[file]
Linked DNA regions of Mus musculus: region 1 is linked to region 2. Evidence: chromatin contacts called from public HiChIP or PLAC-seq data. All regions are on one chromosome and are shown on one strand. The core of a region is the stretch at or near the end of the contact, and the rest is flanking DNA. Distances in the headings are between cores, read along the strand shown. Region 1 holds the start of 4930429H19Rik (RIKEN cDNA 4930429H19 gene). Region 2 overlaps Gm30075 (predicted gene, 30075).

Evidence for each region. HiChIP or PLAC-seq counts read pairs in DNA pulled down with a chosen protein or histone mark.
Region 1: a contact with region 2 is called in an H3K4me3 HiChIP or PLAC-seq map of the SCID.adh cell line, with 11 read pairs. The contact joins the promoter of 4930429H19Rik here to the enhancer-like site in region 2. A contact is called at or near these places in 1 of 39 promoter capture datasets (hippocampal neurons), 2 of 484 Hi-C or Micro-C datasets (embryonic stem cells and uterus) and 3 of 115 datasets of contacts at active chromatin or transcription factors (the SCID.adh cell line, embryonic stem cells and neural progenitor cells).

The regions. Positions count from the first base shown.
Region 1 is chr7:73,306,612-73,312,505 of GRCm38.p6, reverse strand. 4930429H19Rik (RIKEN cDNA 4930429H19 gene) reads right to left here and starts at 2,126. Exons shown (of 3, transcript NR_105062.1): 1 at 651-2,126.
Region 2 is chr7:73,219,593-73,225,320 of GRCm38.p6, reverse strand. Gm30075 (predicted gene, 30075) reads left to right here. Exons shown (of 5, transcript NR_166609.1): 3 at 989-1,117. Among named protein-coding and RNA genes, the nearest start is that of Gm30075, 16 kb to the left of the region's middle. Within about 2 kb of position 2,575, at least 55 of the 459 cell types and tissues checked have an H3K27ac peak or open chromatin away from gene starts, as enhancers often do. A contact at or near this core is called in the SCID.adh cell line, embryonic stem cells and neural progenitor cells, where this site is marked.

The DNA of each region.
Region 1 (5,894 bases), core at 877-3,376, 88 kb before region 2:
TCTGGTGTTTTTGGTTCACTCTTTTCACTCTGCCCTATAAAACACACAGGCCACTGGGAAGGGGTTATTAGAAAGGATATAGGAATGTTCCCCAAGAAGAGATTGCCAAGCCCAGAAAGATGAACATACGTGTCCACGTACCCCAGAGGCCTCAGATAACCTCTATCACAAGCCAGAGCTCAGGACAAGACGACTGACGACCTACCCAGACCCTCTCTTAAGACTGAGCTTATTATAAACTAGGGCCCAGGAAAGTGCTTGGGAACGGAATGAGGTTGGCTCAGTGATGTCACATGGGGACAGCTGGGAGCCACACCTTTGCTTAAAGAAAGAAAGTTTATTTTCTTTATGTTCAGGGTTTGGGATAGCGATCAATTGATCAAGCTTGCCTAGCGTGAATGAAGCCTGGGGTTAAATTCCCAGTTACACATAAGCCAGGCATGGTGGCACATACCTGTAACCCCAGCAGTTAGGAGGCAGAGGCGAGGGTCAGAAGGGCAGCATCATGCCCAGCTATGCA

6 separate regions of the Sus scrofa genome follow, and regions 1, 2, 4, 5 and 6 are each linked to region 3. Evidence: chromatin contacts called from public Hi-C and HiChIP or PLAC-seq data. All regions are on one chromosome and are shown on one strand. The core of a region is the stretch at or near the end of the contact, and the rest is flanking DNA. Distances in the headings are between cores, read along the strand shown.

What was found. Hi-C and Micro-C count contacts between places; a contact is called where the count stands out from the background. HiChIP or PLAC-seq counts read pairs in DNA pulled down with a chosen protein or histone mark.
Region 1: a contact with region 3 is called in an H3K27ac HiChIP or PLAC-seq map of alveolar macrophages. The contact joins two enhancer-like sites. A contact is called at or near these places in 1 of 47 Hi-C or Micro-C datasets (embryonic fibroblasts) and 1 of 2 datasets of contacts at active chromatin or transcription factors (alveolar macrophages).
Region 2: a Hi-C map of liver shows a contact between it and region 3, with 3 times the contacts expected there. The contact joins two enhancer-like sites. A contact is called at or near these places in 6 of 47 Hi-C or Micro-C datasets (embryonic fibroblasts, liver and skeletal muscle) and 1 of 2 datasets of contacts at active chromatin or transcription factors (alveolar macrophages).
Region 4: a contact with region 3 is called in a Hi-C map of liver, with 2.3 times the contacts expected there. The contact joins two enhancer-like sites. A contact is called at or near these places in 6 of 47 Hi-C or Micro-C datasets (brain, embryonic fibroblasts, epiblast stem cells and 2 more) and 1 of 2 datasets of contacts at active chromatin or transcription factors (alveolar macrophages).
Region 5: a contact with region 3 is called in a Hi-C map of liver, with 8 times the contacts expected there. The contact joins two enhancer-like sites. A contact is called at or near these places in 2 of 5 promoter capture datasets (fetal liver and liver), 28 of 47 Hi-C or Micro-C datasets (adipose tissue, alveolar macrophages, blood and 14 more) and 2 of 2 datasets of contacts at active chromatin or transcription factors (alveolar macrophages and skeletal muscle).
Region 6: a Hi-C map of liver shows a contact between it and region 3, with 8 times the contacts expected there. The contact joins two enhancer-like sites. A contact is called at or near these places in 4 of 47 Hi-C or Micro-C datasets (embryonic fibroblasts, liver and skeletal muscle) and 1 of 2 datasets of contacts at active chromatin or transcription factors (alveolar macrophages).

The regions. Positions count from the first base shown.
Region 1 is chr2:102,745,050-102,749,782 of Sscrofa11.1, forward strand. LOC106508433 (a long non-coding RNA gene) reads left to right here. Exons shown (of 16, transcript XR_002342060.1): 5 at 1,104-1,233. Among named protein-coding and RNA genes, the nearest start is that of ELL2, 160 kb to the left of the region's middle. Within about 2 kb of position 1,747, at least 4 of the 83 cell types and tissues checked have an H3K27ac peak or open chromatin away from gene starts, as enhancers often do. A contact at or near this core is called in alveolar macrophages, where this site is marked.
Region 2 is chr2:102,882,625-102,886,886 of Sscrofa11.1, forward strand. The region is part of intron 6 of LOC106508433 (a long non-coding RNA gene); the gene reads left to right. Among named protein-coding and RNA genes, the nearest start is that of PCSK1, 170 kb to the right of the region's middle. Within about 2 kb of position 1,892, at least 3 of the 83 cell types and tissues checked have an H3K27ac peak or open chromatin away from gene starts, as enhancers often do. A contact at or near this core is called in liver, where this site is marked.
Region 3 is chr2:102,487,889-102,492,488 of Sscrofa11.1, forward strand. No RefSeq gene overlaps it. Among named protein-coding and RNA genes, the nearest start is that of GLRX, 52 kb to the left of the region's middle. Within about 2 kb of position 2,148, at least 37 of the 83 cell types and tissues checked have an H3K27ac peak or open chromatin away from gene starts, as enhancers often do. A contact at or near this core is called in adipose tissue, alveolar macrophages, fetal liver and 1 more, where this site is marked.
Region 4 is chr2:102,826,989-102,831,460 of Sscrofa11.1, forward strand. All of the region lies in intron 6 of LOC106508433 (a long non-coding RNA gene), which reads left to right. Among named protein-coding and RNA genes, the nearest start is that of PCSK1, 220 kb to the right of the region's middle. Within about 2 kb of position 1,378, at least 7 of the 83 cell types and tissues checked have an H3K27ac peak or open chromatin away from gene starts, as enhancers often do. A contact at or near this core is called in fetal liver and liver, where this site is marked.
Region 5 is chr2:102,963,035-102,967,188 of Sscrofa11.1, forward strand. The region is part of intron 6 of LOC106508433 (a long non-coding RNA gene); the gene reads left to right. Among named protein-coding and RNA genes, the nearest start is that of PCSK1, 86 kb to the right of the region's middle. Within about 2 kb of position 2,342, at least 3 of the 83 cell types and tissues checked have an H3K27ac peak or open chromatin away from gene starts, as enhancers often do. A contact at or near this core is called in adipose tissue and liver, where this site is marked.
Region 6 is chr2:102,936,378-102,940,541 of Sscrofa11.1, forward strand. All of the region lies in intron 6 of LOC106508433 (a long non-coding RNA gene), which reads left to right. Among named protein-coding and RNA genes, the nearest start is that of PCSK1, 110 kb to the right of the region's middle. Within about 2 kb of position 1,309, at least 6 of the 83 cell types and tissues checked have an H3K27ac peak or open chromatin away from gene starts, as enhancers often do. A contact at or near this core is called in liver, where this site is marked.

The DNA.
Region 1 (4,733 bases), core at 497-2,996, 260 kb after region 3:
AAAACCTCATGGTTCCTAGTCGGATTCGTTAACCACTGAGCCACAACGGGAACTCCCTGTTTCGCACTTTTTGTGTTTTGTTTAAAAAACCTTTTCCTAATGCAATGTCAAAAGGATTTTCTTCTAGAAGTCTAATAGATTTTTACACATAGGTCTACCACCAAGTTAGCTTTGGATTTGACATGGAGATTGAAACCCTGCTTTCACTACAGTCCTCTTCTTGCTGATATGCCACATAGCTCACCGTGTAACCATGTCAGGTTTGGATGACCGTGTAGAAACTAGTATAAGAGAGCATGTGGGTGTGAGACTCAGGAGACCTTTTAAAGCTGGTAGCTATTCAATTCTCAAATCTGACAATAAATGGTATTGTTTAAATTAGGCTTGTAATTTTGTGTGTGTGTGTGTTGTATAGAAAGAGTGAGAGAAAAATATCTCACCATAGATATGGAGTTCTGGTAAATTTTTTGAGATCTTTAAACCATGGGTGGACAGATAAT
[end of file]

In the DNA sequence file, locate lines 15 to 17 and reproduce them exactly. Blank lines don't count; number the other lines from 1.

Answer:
Region 5: a contact with region 3 is called in a Hi-C map of liver, with 8 times the contacts expected there. The contact joins two enhancer-like sites. A contact is called at or near these places in 2 of 5 promoter capture datasets (fetal liver and liver), 28 of 47 Hi-C or Micro-C datasets (adipose tissue, alveolar macrophages, blood and 14 more) and 2 of 2 datasets of contacts at active chromatin or transcription factors (alveolar macrophages and skeletal muscle).
Region 6: a Hi-C map of liver shows a contact between it and region 3, with 8 times the contacts expected there. The contact joins two enhancer-like sites. A contact is called at or near these places in 4 of 47 Hi-C or Micro-C datasets (embryonic fibroblasts, liver and skeletal muscle) and 1 of 2 datasets of contacts at active chromatin or transcription factors (alveolar macrophages).

The regions. Positions count from the first base shown.